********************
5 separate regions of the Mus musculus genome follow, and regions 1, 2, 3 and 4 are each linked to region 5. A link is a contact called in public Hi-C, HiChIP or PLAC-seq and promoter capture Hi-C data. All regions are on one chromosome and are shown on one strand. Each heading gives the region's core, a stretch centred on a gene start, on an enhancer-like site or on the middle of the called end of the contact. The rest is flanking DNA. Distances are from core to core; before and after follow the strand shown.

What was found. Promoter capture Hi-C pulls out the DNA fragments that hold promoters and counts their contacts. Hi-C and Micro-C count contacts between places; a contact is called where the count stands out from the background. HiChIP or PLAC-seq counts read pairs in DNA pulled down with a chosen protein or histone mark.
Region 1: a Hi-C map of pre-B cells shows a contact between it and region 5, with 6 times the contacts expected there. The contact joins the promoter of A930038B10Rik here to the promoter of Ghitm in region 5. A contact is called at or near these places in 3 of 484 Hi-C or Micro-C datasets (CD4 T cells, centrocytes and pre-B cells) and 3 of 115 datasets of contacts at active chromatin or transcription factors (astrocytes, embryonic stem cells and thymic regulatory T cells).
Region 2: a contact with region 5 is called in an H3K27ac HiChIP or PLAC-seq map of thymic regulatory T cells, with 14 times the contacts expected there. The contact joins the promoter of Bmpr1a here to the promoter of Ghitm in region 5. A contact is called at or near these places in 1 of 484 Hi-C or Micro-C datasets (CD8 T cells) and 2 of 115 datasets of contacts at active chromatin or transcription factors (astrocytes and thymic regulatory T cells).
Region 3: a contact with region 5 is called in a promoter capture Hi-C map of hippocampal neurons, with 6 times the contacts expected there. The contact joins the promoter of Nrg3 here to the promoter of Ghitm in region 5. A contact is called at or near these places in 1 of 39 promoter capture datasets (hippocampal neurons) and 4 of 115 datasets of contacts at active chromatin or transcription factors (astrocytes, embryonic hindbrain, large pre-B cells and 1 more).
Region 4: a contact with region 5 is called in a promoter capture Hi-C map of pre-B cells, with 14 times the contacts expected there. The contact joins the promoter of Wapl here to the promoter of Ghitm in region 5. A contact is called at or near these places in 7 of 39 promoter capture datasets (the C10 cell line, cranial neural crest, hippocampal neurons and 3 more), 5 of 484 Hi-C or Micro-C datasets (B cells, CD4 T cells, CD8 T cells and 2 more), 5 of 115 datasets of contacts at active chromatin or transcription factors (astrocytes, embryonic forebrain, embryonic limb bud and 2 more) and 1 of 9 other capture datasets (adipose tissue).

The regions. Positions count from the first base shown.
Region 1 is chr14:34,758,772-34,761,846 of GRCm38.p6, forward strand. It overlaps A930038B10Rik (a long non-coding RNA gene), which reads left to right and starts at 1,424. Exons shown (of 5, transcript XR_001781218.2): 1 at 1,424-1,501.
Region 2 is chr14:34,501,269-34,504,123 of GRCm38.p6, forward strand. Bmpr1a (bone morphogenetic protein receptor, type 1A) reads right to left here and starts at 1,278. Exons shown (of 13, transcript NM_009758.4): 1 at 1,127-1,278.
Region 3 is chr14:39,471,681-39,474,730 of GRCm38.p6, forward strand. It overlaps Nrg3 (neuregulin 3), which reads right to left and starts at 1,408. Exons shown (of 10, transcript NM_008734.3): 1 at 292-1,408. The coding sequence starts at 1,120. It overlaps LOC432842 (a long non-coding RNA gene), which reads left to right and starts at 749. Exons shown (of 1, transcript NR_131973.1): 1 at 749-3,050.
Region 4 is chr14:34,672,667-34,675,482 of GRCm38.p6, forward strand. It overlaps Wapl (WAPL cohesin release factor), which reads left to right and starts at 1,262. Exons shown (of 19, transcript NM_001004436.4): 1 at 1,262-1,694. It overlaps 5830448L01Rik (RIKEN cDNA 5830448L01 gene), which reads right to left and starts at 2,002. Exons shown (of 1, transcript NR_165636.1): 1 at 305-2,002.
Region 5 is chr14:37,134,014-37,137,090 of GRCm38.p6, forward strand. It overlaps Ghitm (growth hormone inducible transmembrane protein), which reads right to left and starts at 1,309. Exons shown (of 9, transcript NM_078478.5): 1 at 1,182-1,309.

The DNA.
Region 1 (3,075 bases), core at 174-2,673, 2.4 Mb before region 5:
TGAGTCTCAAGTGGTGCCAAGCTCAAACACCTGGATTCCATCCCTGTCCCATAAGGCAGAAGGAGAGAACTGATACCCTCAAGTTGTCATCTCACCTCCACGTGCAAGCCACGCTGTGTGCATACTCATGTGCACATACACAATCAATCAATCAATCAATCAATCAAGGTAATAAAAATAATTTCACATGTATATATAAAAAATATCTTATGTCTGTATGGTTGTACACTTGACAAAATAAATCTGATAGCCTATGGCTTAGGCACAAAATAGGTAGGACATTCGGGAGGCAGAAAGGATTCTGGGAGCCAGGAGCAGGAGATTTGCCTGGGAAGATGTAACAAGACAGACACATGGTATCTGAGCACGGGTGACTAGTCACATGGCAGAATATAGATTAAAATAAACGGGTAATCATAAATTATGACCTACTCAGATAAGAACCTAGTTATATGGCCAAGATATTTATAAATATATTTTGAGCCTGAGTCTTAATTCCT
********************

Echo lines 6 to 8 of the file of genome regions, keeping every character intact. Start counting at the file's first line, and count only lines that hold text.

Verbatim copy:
Region 4: a contact with region 5 is called in a promoter capture Hi-C map of pre-B cells, with 14 times the contacts expected there. The contact joins the promoter of Wapl here to the promoter of Ghitm in region 5. A contact is called at or near these places in 7 of 39 promoter capture datasets (the C10 cell line, cranial neural crest, hippocampal neurons and 3 more), 5 of 484 Hi-C or Micro-C datasets (B cells, CD4 T cells, CD8 T cells and 2 more), 5 of 115 datasets of contacts at active chromatin or transcription factors (astrocytes, embryonic forebrain, embryonic limb bud and 2 more) and 1 of 9 other capture datasets (adipose tissue).

The regions. Positions count from the first base shown.
Region 1 is chr14:34,758,772-34,761,846 of GRCm38.p6, forward strand. It overlaps A930038B10Rik (a long non-coding RNA gene), which reads left to right and starts at 1,424. Exons shown (of 5, transcript XR_001781218.2): 1 at 1,424-1,501.